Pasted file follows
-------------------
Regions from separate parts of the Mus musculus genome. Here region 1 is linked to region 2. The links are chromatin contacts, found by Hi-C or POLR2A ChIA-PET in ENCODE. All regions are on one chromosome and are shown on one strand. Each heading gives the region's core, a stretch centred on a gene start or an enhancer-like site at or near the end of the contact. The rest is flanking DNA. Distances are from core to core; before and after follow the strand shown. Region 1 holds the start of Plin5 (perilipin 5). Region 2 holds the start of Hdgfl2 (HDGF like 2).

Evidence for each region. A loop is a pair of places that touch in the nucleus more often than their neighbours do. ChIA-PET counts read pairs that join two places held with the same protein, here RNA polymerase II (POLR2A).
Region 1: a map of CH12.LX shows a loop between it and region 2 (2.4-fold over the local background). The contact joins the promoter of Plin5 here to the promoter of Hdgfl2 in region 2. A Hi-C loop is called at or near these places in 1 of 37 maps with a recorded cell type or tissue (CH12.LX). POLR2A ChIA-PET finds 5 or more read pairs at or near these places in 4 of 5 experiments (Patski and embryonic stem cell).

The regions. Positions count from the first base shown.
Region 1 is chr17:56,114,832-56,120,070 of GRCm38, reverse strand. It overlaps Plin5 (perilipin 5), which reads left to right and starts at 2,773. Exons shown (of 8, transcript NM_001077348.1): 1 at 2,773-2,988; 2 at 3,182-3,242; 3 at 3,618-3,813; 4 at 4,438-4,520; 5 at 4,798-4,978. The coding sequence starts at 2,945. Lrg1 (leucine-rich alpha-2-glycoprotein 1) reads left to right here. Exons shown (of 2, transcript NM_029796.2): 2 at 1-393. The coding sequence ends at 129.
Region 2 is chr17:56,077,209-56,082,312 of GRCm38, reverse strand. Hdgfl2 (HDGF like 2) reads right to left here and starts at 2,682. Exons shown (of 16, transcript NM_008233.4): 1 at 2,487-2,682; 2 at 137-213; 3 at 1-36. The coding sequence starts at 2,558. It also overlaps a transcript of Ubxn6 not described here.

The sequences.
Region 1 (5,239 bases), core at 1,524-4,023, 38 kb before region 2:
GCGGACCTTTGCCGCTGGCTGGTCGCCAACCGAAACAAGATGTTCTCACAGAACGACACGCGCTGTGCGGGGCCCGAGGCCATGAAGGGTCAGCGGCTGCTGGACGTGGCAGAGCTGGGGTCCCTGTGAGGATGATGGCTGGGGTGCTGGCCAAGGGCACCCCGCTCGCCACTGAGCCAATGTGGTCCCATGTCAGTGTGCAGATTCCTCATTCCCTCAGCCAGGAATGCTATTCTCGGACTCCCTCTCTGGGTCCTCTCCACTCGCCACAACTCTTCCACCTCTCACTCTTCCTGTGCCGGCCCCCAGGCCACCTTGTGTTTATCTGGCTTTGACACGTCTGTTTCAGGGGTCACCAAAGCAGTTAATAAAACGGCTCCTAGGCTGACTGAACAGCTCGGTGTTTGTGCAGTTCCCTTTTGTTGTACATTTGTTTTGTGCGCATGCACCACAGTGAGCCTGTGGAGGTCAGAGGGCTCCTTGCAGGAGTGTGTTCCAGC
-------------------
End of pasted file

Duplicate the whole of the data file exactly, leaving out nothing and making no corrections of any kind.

Regions from separate parts of the Mus musculus genome. Here region 1 is linked to region 2. The links are chromatin contacts, found by Hi-C or POLR2A ChIA-PET in ENCODE. All regions are on one chromosome and are shown on one strand. Each heading gives the region's core, a stretch centred on a gene start or an enhancer-like site at or near the end of the contact. The rest is flanking DNA. Distances are from core to core; before and after follow the strand shown. Region 1 holds the start of Plin5 (perilipin 5). Region 2 holds the start of Hdgfl2 (HDGF like 2).

Evidence for each region. A loop is a pair of places that touch in the nucleus more often than their neighbours do. ChIA-PET counts read pairs that join two places held with the same protein, here RNA polymerase II (POLR2A).
Region 1: a map of CH12.LX shows a loop between it and region 2 (2.4-fold over the local background). The contact joins the promoter of Plin5 here to the promoter of Hdgfl2 in region 2. A Hi-C loop is called at or near these places in 1 of 37 maps with a recorded cell type or tissue (CH12.LX). POLR2A ChIA-PET finds 5 or more read pairs at or near these places in 4 of 5 experiments (Patski and embryonic stem cell).

The regions. Positions count from the first base shown.
Region 1 is chr17:56,114,832-56,120,070 of GRCm38, reverse strand. It overlaps Plin5 (perilipin 5), which reads left to right and starts at 2,773. Exons shown (of 8, transcript NM_001077348.1): 1 at 2,773-2,988; 2 at 3,182-3,242; 3 at 3,618-3,813; 4 at 4,438-4,520; 5 at 4,798-4,978. The coding sequence starts at 2,945. Lrg1 (leucine-rich alpha-2-glycoprotein 1) reads left to right here. Exons shown (of 2, transcript NM_029796.2): 2 at 1-393. The coding sequence ends at 129.
Region 2 is chr17:56,077,209-56,082,312 of GRCm38, reverse strand. Hdgfl2 (HDGF like 2) reads right to left here and starts at 2,682. Exons shown (of 16, transcript NM_008233.4): 1 at 2,487-2,682; 2 at 137-213; 3 at 1-36. The coding sequence starts at 2,558. It also overlaps a transcript of Ubxn6 not described here.

The sequences.
Region 1 (5,239 bases), core at 1,524-4,023, 38 kb before region 2:
GCGGACCTTTGCCGCTGGCTGGTCGCCAACCGAAACAAGATGTTCTCACAGAACGACACGCGCTGTGCGGGGCCCGAGGCCATGAAGGGTCAGCGGCTGCTGGACGTGGCAGAGCTGGGGTCCCTGTGAGGATGATGGCTGGGGTGCTGGCCAAGGGCACCCCGCTCGCCACTGAGCCAATGTGGTCCCATGTCAGTGTGCAGATTCCTCATTCCCTCAGCCAGGAATGCTATTCTCGGACTCCCTCTCTGGGTCCTCTCCACTCGCCACAACTCTTCCACCTCTCACTCTTCCTGTGCCGGCCCCCAGGCCACCTTGTGTTTATCTGGCTTTGACACGTCTGTTTCAGGGGTCACCAAAGCAGTTAATAAAACGGCTCCTAGGCTGACTGAACAGCTCGGTGTTTGTGCAGTTCCCTTTTGTTGTACATTTGTTTTGTGCGCATGCACCACAGTGAGCCTGTGGAGGTCAGAGGGCTCCTTGCAGGAGTGTGTTCCAGC